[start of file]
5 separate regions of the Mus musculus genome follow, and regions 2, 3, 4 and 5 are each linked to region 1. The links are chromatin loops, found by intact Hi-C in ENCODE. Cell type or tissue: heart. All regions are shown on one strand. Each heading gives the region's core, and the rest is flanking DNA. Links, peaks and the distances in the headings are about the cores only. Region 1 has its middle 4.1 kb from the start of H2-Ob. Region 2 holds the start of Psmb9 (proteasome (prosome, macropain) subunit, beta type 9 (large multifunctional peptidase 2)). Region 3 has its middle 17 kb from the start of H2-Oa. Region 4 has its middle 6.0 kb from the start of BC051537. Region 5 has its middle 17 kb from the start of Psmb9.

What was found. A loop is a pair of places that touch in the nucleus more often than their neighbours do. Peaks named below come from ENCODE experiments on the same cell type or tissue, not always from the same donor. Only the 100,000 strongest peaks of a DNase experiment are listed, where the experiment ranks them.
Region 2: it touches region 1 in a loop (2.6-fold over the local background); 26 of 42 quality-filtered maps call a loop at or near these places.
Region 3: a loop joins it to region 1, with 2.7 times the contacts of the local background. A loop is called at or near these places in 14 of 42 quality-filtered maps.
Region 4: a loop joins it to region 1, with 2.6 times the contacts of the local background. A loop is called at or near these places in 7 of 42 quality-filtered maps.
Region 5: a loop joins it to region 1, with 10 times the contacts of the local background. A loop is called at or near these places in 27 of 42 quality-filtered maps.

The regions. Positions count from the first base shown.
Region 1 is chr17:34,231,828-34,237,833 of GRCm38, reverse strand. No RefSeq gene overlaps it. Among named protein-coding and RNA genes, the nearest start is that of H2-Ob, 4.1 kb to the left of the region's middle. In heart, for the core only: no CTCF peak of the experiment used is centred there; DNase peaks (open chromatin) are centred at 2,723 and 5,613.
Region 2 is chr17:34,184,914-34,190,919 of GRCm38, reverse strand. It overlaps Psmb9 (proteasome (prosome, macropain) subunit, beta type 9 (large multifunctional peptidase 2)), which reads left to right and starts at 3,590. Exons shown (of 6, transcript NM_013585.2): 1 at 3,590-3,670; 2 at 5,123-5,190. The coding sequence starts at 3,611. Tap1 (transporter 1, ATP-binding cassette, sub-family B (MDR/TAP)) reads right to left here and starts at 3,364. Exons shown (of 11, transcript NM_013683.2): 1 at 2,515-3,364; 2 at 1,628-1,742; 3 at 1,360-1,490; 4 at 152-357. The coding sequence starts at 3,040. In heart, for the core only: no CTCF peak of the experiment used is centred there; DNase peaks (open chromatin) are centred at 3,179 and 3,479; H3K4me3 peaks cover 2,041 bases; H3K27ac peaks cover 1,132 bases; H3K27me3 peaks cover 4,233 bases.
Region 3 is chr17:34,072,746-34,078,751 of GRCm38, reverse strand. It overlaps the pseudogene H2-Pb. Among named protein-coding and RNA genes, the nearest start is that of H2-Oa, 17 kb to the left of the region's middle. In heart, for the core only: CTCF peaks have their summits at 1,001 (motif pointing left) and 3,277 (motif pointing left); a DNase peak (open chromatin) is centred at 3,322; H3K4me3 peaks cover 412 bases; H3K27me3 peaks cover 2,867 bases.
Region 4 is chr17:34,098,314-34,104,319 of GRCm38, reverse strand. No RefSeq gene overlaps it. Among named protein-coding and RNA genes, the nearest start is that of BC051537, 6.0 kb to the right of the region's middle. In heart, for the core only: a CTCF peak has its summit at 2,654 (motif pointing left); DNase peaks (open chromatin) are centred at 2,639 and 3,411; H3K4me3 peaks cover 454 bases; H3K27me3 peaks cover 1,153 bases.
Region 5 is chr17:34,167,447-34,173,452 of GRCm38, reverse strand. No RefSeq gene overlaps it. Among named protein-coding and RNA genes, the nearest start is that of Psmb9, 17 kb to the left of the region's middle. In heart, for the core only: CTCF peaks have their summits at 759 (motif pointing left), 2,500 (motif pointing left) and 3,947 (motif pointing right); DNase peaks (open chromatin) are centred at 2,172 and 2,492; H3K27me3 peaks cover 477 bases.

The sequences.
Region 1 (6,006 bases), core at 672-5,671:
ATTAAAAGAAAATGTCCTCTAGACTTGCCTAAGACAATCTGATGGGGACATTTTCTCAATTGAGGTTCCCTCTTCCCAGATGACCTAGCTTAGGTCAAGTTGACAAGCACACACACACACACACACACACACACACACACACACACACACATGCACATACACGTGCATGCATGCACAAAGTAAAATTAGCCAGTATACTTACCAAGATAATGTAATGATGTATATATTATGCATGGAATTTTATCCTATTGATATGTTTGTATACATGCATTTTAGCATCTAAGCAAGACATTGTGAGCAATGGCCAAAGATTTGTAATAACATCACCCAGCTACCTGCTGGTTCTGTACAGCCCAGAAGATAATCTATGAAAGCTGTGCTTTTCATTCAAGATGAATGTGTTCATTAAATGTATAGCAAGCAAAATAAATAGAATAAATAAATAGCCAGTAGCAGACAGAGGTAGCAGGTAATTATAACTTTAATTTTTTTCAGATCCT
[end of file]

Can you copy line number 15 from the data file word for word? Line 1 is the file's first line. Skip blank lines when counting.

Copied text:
ATTAAAAGAAAATGTCCTCTAGACTTGCCTAAGACAATCTGATGGGGACATTTTCTCAATTGAGGTTCCCTCTTCCCAGATGACCTAGCTTAGGTCAAGTTGACAAGCACACACACACACACACACACACACACACACACACACACACACATGCACATACACGTGCATGCATGCACAAAGTAAAATTAGCCAGTATACTTACCAAGATAATGTAATGATGTATATATTATGCATGGAATTTTATCCTATTGATATGTTTGTATACATGCATTTTAGCATCTAAGCAAGACATTGTGAGCAATGGCCAAAGATTTGTAATAACATCACCCAGCTACCTGCTGGTTCTGTACAGCCCAGAAGATAATCTATGAAAGCTGTGCTTTTCATTCAAGATGAATGTGTTCATTAAATGTATAGCAAGCAAAATAAATAGAATAAATAAATAGCCAGTAGCAGACAGAGGTAGCAGGTAATTATAACTTTAATTTTTTTCAGATCCT